2. parqpad doesn’t receive a text or call during a round of golf. Therefore you aren’t expected to answer your parqpad.
  3. parqpad doesn’t mind getting wet.
  4. parqpad doesn’t mind getting dirty.
  5. You can tear out a scoresheet and hang it on your fridge.
  6. You can throw or stomp on your parqpad with little monetary loss.
  7. You can put a stickers on your parqpad.

As for why parqpad vs other potential competitors:

  1. Made in the USA
  2. Highest of quality materials
  3. 100% satisfaction guarantee

All Things Disc Golf: Three things that stand out when you compare the Parqpad to the digital option. The price, the automated stats, and the social aspect. Many disc golf scorecard apps are available for either no cost or at the most a few bucks. The Parqpad costs $13.50 and does come with a limited amount of rounds in it. While it is easy to rip a page out and hang it on your fridge, many disc golfers like to show off their rounds on Facebook or Twitter. Do you think the Parqpad can compete with the higher price point, automated features and the overall connivence of using an app time after time again?

Chris Hill: I could have bought 1,000 journals for the price of 100 if I had them manufactured overseas. The main thing for me is quality. Although it may seem like an expensive product for some, all customers that I’ve followed up with (on Facebook) have been happy with their purchase and many have repurchased. Tonight I paid $10.99 for a six pack of Porter. $13.50 for an item that can improve your game is not too much. 100% satisfaction guaranteed or money back.

If you are using each line only for yourself, there are 145 rounds in a journal. If you play twice per week, thats 1.29 years of scorekeeping. Although this may stretch the life of a parqpad, it is best used as a scorekeeper with a group of 4 or 5 friends.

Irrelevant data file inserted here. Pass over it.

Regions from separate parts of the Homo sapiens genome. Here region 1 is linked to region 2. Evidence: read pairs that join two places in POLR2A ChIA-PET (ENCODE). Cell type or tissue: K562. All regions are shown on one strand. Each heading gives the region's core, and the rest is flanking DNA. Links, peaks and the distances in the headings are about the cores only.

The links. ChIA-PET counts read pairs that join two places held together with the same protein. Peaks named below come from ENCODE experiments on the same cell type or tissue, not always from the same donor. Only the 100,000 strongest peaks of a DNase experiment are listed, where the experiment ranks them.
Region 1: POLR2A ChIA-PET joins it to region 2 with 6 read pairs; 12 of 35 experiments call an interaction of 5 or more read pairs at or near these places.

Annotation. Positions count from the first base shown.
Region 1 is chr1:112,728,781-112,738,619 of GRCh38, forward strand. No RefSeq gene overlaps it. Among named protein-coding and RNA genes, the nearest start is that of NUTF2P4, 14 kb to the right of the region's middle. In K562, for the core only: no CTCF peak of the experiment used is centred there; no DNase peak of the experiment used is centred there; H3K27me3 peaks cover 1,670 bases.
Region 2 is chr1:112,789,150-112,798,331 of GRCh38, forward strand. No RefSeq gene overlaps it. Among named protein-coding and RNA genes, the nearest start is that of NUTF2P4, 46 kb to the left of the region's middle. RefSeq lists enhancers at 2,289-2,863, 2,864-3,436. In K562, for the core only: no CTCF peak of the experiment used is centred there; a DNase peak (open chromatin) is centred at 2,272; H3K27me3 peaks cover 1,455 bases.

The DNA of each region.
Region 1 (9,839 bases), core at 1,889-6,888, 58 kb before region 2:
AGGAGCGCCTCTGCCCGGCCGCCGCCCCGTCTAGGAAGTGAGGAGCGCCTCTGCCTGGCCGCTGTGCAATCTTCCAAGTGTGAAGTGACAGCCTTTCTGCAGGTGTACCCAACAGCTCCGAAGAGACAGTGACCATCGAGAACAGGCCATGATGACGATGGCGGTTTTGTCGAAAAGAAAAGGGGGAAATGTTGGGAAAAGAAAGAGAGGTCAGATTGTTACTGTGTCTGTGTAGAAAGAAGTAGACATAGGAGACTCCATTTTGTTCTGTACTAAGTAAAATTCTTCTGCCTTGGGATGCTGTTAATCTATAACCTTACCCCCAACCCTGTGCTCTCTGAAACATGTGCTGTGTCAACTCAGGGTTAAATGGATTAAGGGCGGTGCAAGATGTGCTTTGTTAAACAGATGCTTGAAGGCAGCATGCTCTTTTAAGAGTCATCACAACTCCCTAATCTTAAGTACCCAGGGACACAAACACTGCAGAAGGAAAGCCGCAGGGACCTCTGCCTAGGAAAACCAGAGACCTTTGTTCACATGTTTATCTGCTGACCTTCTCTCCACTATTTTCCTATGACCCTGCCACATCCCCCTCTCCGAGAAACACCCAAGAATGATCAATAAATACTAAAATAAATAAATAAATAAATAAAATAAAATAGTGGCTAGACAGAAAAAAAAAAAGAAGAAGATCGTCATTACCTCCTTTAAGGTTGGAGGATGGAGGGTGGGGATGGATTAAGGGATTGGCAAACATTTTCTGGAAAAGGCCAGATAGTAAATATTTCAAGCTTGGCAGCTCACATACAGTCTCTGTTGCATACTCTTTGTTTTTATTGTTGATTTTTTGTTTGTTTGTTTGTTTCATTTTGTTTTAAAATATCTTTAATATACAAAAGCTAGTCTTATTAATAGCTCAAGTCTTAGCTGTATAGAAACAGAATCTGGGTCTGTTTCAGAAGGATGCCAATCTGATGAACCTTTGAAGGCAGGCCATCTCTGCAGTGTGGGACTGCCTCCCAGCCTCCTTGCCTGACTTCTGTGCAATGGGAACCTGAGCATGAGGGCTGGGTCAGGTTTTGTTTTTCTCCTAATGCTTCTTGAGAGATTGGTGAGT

All Things Disc Golf: The Parqpad almost feels and operates like a product you’d see at your local country club. In our mind, its that type of high quality. It has that ball golf like essence to it. Have you tried breaking into the ball golf market too with the Parqpad?

Chris Hill: Since most clubhouses have scorecards tailored to the course for free, I don’t anticipate getting into that market. Plus, I’d have to get too far out of shape to pick up ball golf.

All Things Disc Golf: Is there anything you want to make sure we include?

Chris Hill: Private disc golf courses, tournament directors, and local disc golf supply stores should consider these scorecard journals for their throw shop or weekly league play. For customized journals or wholesale purchases contact us at

To purchase a Parqpad, head to They are currenty available for $13.50 a piece.

Thanks to Hill for giving us a chance to try out the Parqpad. While many are leaning toward mobile apps, if you still desire a pen/paper approach to keeping score, the Parqpad can easily accomplish that and can do it with a little bit of style at the same time.


1 Comment

  1. Chuck KEnnedy on

    Good idea. I would suggest dispensing with the antiquated front 9, back 9 and what looks like initials or +/- par columns and have made columns for 24 holes to handle more courses.